Dances for Wolves

Thu 4th – Mon 29th August 2011


Annabel James

at 12:10 on 19th Aug 2011



After just a fifteen-minute turnaround from the über-macho footballer stereotypes of their other production, ‘On the Bench’, the all-female cast of ‘Dances for Wolves’ makes an impressive entrance in fishnets, red satin corsets and little else. The routine begins, the lights are dimmed and as an audience member you start to think you’ve actually walked into a strip club. Then you realize you can hear the dancers’ thoughts, and you know they’re judging you as much as you’re judging them.

This play is confrontational but not at the expense of being clever. The characters complain about the men in their audience; every so often one pauses to exclaim a variant of ‘Oh shit, did I leave the oven on?’ - then all of a sudden one mentions feminist neo-burlesque. Not only that, but Kirsty Eyre’s sharp writing individuates each character as they appeal to be chosen for a private dance – because the customer is ‘the Sheikh’, owner of Wolves football club, who’ll pay a million pounds to the girl he chooses. The hilarious attempts of each dancer to win him over include Sarah Grove’s character Merry, sweetly naive with a cut glass accent, appealing to the Sheikh to choose her because of her ‘diverse’ life, ‘so that you can draw a kind of... juxtaposition metaphor parallel zeitgeist thing’.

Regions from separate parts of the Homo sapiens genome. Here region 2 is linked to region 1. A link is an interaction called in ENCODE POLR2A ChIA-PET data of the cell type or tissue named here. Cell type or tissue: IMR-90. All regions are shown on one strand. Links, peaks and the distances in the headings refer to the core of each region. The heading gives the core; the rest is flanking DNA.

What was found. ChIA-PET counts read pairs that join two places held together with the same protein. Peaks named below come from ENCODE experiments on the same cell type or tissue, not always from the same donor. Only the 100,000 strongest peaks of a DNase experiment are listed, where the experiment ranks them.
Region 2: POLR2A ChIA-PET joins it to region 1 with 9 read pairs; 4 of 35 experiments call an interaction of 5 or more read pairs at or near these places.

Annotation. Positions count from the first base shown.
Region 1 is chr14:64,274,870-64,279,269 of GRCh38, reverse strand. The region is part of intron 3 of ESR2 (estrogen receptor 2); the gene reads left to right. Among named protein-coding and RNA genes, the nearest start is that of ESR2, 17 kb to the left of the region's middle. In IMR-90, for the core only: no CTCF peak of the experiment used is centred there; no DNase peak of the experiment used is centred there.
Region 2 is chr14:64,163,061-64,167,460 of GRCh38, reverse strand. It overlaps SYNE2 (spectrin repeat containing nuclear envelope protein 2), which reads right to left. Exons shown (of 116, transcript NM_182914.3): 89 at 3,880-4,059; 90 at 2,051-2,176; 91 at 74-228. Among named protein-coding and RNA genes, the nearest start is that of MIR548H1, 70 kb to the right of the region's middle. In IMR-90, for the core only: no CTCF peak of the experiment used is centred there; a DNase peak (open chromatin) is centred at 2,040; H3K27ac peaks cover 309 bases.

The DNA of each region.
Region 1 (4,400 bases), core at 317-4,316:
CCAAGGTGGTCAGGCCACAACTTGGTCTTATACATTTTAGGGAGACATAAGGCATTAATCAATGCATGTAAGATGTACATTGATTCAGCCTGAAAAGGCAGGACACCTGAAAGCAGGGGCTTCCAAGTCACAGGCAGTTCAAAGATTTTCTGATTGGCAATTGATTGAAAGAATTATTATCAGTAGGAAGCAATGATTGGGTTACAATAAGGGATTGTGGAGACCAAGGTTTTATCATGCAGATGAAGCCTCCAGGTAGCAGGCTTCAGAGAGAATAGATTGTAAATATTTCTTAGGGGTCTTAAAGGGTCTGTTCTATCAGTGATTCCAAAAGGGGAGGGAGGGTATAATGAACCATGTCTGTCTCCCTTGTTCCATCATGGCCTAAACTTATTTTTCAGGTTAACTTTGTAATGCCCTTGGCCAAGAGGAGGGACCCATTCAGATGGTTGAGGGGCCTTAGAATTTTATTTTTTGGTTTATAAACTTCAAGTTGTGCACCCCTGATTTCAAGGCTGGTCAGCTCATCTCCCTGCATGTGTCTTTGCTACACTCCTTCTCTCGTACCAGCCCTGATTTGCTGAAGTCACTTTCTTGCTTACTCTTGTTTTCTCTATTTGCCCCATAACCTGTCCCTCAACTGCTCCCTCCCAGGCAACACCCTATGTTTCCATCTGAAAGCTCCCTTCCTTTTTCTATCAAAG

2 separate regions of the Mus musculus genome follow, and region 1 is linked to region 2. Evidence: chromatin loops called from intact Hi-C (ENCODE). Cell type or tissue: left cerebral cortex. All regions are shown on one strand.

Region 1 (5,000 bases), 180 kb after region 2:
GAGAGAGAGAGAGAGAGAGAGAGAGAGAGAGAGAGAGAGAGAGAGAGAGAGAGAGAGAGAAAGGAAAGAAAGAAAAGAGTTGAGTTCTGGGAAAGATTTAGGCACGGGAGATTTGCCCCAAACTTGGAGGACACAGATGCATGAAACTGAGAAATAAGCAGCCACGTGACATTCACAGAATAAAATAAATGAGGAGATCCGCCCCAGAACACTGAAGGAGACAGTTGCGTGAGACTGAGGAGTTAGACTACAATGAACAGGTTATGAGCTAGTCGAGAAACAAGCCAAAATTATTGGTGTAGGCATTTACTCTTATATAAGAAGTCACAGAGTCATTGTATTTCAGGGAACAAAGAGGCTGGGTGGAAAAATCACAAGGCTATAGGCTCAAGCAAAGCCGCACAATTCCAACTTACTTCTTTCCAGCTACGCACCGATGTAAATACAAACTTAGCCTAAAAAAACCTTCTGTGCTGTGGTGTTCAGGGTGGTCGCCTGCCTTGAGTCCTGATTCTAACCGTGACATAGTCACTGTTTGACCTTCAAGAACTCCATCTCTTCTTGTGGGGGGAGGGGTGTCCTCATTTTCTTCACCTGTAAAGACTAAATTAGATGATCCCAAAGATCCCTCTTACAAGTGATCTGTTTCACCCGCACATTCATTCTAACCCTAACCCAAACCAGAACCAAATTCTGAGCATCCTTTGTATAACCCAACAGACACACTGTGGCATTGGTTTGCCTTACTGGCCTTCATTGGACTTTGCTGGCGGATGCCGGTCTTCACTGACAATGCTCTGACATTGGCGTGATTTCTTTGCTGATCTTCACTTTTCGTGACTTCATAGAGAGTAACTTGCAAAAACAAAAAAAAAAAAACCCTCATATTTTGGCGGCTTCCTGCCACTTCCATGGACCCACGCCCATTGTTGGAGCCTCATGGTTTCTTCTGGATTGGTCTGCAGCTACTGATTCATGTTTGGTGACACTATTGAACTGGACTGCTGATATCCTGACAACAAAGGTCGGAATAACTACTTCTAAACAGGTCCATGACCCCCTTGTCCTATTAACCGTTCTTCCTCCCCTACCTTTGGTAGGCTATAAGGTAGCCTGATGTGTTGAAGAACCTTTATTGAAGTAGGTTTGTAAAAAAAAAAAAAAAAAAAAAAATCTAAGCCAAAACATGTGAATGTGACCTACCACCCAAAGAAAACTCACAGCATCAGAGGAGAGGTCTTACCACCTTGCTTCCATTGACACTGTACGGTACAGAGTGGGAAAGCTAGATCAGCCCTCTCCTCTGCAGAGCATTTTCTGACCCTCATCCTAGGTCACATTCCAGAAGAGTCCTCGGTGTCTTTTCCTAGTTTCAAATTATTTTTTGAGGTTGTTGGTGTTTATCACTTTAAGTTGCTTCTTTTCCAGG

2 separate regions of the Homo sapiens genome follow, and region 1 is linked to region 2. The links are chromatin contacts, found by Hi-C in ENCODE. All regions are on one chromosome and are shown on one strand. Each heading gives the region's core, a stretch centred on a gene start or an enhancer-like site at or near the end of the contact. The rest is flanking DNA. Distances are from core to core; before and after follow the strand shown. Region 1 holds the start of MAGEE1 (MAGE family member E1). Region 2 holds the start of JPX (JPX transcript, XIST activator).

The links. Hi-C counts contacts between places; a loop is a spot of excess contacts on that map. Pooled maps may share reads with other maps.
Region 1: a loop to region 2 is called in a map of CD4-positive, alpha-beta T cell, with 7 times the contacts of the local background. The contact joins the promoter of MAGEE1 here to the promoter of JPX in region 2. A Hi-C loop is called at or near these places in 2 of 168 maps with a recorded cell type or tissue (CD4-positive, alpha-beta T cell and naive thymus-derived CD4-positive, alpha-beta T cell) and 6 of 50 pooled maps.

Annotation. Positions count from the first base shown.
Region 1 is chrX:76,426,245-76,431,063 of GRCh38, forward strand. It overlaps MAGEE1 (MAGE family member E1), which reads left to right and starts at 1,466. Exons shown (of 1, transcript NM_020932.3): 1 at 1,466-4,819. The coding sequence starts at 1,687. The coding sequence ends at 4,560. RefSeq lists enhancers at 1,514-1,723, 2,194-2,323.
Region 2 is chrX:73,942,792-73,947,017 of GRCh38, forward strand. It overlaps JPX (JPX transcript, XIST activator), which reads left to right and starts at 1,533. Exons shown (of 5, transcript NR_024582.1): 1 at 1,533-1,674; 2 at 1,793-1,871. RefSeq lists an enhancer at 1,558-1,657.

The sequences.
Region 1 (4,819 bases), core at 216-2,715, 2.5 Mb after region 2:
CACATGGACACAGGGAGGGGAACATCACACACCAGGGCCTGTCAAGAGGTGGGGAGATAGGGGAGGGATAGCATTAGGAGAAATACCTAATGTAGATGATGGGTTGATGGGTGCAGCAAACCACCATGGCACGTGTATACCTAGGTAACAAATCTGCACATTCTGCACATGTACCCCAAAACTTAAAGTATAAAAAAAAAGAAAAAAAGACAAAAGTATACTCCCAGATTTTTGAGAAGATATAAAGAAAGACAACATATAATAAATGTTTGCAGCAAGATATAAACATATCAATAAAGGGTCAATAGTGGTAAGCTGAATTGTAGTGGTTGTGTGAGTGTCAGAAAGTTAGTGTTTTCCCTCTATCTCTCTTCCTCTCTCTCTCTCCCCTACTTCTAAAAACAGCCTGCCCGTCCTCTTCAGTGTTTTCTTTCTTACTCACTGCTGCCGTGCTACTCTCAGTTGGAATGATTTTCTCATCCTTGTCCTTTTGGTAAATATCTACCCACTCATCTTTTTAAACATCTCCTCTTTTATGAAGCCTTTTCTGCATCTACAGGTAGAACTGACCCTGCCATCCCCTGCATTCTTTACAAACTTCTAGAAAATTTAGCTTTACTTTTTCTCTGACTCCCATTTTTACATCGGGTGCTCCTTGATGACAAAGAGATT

It’s unapologetically loud and lusty: STDs, bum implants and the perils of stray sanitary pads are not omitted. We see all the seedy underside of the seduction of the show, but also its sheer banality – ‘my heels are killing me, I’ll have to take them off and just work it into my act’ complains ‘Paella’, played by Merika Vine, who then awkwardly licks at the heels of her stilettos. All the cast approached the production with immense energy: Joanne Jollie as ‘Dianne’ was a particularly tremendous example of this, as were the petite duo Pacha and Melanoma, played by Kelly Russell and Donna Marsh, whose explosive arguments got plenty of laughs.

Whilst the play is hilarious throughout it remains pointedly aggressive in it representations of women, and as a female audience member I found myself much more on edge about this than I had been with the equally venomous male caricatures of ‘On the Bench’. It made me wonder whether there are still forms of speech and behaviour in which it is acceptable for men, and not women, to partake: bawdy jokes, foul gestures, innuendo and bodily functions are unapologetically included in a way that would seem far less unusual in a male comic performance. In that sense, a strip club is the perfect setting to explore this idea, since the women are totally nonplussed about the sexuality of the human body as it’s simply the way they earn their rent. You leave ‘Dances for Wolves’ wondering who the production has really sent up, but regardless of that, you leave feeling thoroughly entertained.


Kate Abnett

at 12:18 on 19th Aug 2011